This month marks a strange little milestone for me: Exactly 20 years ago, I started writing shit for cash.
Which means, in a manner of speaking, I’ve been a professional writer for two freakin’ decades. My definition of “professional” anything is simple: whenever you do something for money, you’ve gone pro. The amount of money doesn’t really matter; it’s that people are willing to part with some of their money to have you do something. Could be anything. Plumbing. Brain surgery. Sex. Whatever.
They cross your palm with silver, you’ve gone pro.
I went pro with a 250-word item called “Philly to New Jersey: Send Us a Bill!” which appeared in the July 1991 issue of Philadelphia Magazine, where I was interning that summer. A very kind editor named Lou Harry gifted me the story idea, complete with sources to call and suggestions on how to frame the piece. The paycheck was modest, but to a 19-year-old aspiring writer interning without pay, it was a psychic windfall.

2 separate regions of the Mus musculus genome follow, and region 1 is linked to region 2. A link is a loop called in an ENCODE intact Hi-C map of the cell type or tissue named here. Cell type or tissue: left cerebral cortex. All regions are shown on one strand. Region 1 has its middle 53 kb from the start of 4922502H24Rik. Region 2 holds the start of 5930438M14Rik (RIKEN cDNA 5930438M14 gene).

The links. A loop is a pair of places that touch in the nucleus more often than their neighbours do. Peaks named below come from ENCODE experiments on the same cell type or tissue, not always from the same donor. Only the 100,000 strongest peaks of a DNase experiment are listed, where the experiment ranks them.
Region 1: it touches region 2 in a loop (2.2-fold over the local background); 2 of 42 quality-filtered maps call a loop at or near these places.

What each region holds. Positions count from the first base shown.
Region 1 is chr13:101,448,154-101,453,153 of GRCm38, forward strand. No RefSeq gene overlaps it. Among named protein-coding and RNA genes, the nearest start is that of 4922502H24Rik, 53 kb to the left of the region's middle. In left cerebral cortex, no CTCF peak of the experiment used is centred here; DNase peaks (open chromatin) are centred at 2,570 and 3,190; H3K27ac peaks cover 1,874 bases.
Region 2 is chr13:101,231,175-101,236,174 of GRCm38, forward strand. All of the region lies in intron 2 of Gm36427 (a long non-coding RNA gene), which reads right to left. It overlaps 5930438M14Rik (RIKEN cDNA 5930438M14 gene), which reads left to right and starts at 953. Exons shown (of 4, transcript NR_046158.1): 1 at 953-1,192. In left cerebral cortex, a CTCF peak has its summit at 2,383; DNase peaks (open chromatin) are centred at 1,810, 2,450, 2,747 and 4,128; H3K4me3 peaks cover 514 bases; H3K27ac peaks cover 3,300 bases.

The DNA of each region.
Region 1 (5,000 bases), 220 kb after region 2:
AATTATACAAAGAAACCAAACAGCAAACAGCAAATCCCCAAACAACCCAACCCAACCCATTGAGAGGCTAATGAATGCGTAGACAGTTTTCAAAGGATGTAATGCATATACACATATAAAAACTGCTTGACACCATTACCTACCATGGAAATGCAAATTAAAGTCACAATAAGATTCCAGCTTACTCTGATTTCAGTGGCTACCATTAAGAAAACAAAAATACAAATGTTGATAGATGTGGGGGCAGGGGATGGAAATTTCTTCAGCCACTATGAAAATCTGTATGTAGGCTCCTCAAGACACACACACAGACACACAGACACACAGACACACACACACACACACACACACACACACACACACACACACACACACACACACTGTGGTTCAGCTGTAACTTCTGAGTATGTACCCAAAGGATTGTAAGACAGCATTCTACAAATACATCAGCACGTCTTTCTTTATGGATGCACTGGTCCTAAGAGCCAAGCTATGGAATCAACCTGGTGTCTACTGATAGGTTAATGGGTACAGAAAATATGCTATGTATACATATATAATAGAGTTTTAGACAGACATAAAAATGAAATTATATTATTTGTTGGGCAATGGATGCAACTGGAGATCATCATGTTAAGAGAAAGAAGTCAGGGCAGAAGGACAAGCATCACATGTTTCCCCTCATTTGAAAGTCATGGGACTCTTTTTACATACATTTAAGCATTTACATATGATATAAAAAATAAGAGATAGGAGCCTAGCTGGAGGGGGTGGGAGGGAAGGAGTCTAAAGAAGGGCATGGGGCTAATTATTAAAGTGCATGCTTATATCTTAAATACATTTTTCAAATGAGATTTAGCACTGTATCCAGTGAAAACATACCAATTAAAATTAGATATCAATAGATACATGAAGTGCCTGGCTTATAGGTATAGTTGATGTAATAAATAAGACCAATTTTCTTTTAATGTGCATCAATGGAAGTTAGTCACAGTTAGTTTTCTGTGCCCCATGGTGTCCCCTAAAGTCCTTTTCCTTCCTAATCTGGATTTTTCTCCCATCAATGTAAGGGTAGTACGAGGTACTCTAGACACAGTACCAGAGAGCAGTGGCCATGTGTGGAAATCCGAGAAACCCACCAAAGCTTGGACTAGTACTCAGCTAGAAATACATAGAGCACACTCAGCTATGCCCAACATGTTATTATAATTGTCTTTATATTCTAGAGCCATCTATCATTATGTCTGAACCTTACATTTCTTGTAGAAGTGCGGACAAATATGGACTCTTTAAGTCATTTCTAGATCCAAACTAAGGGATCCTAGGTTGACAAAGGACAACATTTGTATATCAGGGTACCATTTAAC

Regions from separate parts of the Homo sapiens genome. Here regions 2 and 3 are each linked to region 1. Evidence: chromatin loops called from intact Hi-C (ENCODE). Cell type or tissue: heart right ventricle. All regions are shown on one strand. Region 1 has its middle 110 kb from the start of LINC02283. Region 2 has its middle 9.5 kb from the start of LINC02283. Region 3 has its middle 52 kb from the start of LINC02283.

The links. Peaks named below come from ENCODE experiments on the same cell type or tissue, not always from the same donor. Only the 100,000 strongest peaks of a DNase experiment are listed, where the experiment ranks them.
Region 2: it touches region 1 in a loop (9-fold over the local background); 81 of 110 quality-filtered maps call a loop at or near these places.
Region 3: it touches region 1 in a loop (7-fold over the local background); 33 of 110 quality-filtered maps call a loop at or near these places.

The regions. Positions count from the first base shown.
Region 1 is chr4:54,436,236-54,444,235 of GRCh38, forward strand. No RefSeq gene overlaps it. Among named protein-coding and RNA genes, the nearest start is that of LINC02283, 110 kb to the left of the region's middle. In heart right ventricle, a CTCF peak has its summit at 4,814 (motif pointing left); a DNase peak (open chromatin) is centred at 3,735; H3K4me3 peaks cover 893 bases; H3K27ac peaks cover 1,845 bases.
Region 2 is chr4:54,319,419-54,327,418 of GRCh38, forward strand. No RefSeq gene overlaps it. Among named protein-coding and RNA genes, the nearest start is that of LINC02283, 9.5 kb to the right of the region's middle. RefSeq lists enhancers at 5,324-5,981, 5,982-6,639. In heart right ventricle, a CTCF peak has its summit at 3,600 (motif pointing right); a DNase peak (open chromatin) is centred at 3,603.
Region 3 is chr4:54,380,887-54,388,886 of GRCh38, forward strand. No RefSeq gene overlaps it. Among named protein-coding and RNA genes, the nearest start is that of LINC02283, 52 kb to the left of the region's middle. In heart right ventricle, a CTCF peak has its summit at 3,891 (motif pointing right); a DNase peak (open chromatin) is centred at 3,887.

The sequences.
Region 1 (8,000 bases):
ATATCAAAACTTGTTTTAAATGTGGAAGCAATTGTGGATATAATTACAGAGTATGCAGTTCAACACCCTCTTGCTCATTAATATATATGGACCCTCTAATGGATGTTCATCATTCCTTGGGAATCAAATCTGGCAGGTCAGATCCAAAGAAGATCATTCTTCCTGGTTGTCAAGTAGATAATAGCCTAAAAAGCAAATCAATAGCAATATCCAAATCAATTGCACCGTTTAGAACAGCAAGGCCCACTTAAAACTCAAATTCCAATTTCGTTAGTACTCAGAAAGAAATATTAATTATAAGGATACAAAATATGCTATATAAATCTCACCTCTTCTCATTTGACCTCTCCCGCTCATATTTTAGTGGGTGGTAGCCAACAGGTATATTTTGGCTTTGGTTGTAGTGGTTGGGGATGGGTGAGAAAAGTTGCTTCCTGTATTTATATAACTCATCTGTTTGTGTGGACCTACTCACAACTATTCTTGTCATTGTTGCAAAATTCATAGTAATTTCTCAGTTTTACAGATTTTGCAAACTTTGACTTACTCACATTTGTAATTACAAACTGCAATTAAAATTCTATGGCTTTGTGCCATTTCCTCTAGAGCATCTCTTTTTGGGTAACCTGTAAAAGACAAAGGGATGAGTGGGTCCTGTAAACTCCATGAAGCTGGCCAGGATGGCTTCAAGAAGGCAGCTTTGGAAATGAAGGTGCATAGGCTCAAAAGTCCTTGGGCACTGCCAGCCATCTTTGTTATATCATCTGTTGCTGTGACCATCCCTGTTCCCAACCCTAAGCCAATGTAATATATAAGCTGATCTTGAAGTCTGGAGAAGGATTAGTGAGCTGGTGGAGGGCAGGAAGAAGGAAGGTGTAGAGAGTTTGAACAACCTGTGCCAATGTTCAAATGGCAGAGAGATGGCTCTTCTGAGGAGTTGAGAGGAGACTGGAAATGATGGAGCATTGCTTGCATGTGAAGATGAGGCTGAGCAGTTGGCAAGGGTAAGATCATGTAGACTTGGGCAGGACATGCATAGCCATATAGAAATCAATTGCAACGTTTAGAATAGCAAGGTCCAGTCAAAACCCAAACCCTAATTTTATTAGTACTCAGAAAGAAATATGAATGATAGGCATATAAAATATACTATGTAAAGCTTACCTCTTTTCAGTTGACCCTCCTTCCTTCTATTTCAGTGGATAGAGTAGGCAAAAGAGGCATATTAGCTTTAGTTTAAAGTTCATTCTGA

People would actually pay me for writing shit.
The secret to going pro of course, is that first you need to spend a lot of time doing it for free.
Up until that point, from eighth grade until sophomore year of college, I’d written hundreds of pages—goofy horror stories and grisly satires (usually starring my friends, who would die in spectacularly gruesome ways). I did it because it was fun, and offered an escape from the many not-fun things in like. Such as Algebra II.